Sold only in boxes.
Mrs. Cumso —“l thought the congregation
was deeply stirred by our pastor’s sermon
this morning.” Cumso—“l noticed a good
deal of restlessness myself.”
Don’t Wheeze and cough when Hale’s
Honey of Horehound and Tar will cure.
Bike’s Toothache Drops Cure in one minute.
Free Admission Tickets to the World’s
Fair are being offered by the Chicago Scale
Company. Bend them your address.
Evert season somebody'says the theater
hat must go. It keeps on going to the
theater, for a fact—N. O. Picayune.
Ip you are constipated, bilious or troubled
with sick headache, Beecham’s Pills afford
Immediate relief. Of druggists. 23 cents.
It is better to give a little more taffy dur
ing life than so much epitaphy alter death.
■ * THE NIGHT , Con-
Mi sumption comes. A
M |. !> slight cold, with your
system In the scroful-
in A -ous condition that’s
(\uljl caused by impure blood,
I Y M n is enough to fasten it
V r-j I \ upon you. That is the
V/V tune when neglect and
■ A' / delay are full of danger,
/ \ Consumption Is Lung-
Scrofula. You can prevent it, and you can
cure it, if you haven’t waited too long, with
Dr. Pierce’s Golden Medical Discovery. That
is the most potent blood-cleanser, strength
restorer, and flesh-builder that’s known to
medical science. For every disease that has
to be reached through the blood, like Con
sumption, for Scrofula in all its forms, Weak
Lungs, Bronchitis, Asthma, and all severe,
lingering Coughs, it is the only guaranteed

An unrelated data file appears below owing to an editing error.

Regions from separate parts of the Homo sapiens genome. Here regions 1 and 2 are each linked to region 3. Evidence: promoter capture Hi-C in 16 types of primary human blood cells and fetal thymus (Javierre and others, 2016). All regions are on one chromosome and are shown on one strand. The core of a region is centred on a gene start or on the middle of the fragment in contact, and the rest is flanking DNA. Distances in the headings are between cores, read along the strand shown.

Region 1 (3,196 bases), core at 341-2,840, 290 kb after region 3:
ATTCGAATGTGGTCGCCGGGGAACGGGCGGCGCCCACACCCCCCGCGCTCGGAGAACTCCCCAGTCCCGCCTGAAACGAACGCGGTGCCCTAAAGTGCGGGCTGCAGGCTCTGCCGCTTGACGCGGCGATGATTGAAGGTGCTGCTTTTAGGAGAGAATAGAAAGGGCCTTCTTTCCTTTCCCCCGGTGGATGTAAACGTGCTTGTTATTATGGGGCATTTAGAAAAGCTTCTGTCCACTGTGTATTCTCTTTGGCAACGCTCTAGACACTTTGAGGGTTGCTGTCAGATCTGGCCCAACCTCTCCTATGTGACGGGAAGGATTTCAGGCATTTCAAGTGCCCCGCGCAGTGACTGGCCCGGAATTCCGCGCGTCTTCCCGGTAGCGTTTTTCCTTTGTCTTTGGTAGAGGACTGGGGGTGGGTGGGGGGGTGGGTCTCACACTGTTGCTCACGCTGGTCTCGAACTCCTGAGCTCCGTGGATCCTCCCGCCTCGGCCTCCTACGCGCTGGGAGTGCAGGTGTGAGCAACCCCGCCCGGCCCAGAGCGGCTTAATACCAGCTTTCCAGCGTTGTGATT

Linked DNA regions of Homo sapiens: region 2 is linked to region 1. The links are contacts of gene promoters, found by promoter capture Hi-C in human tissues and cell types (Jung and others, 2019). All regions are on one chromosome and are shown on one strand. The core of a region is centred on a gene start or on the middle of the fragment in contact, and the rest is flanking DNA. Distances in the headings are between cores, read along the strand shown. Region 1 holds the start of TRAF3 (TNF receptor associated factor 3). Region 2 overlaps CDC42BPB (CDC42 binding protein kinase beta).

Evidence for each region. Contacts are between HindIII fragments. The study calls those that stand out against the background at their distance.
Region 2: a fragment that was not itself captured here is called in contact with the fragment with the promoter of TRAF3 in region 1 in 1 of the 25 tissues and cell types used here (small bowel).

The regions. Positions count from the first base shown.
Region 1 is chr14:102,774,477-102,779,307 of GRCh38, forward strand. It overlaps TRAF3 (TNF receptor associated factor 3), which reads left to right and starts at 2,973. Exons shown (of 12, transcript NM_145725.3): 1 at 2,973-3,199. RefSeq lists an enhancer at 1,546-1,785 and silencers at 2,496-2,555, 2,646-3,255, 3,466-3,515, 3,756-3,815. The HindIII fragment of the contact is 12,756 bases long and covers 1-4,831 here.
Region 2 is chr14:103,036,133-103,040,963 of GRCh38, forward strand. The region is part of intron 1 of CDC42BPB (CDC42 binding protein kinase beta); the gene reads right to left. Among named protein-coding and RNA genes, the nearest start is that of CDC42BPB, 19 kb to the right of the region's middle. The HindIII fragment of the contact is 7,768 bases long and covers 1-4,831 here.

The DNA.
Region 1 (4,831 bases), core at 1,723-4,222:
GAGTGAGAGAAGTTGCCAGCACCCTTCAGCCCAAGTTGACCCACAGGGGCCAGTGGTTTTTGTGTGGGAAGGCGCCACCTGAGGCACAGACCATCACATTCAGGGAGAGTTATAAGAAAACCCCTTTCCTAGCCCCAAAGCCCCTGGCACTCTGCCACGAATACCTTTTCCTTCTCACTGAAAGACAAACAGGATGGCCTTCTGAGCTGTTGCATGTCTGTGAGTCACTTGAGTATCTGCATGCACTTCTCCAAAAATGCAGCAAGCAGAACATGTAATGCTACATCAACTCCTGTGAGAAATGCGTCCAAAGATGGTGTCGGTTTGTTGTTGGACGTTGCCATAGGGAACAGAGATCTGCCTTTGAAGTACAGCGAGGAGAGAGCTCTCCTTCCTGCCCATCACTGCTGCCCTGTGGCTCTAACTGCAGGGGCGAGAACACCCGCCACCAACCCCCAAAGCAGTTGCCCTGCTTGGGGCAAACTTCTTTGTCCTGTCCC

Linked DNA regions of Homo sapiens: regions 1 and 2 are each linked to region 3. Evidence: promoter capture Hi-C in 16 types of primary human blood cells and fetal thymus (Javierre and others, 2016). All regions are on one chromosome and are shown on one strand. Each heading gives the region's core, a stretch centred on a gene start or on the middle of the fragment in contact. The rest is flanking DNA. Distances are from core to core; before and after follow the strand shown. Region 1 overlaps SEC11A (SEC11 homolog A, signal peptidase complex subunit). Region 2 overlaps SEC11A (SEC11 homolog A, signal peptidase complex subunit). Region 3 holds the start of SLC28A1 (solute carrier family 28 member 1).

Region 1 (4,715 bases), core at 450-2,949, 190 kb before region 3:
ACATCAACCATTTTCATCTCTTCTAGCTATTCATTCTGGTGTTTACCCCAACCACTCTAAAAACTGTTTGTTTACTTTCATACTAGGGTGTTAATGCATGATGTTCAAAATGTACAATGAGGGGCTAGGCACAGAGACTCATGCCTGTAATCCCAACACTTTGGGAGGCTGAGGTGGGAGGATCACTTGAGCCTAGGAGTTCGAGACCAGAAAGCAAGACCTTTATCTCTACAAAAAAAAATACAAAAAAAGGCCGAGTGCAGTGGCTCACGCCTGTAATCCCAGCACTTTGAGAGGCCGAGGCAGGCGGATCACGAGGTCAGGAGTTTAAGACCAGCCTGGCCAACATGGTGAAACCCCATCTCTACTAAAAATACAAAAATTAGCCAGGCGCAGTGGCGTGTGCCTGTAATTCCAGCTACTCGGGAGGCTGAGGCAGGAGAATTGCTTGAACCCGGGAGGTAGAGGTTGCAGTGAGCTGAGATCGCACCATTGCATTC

remedy. If if doesn’t benefit or cure, you
have your money back.
The proprietors of Dr. Sage’s Catarrh
Remedy know that their medicine perfectly
and permanently cures Catarrh. To prove
it to you, they make this offer: If they can’t
cure your Catarrh, no matter what your
cose is, they’ll pay you 1500 in cash.
with Pastes, Enamels, and Paints which stain
the hands. Injure the Iron, and burn off.
The Rising Bun Btove Polish Is Rrllllant, Odor
less, Durable, and the consumer nays lor no tin
or glass packogo with every purchase.
f ■ WW A CUBED. TrUlUolU* frs br mull.
Room fob One Only.—Clara—“What do
you think of my new mult?” Maude—
'“Lovely 1 But where do you put your other
band?”—N. Y. Herald.
It is never necessary to tell the money,
lender to take a little more interest in hie
business.—N. O. Picayune.
Both the method and results when
Syrup of Figs is taken; it is pleasant
and refreshing to the taste, and acta
gently yet promptly on the Kidneys,
Liver and Bowels, cleanses the sys
tenr effectually, dispels colds, head
aches and fevers and cures habitual
constipation. Syrup of Figs is the
only remedy of its kind ever pro
duced, pleasing to the taste and ac
ceptable to the stomach, prompt in
its action and truly beneficial m its
effects, prepared only from the most
healthy and agreeable substances, its
many excellent qualities commend it
to all and have made it the most
popular remedy known.
Syrup of Figs is for sale in 600
and bottles by all leading drug
gists. Any reliable druggist who
may not have it on hand will pro
cure it promptly for any one who
wishes to try it. Do not accept any
Unlike the Dutch Process
® No Alkalies
Other Chemicals
wßwQuSjs are used in the
CTgfye preparation of
f llßreakfastCocoa
MU I Tui which it absolutely
BH | Iffol pure and eoluble.
118 1 il l] It has more than three timet
Du mp mil the strength of Cocoa mixed
H"i7 t pi, with Starch, Arrowroot of
Sugar, and Is far more eco
nomical, costing lest than one cent a eup.
It Is delicious, nourishing, and EASILY
Sold by Grocers everywhere.
W. BASER & CO., Dorchester. Mai
Ely’s Cream BeimKMav
y Wl.c 5,0 Outs. | H
Apply Balm into each nostril.
BLV BIWS.. 56 Warren St.. N.T.lßCiagLjaeJ
AMHU Morphine Habit Cured In It
UPIiHB to <1 days. No pay till cured.
WU I win dr. J. STEPHENS, Lebanon, Ohio.
IPlso’s Remedy for Catarrh is the H
Best, Easiest to Use. and Cheapest. ■ ■
IB Sold by druggists or sent by mail. H
IH 50c. E. T. HozolUne. Warren. Pa, m
~a7n.~K.,F. HUtT
stele that yt MW tt* A<T*rtlt?t h tM|

xml | txt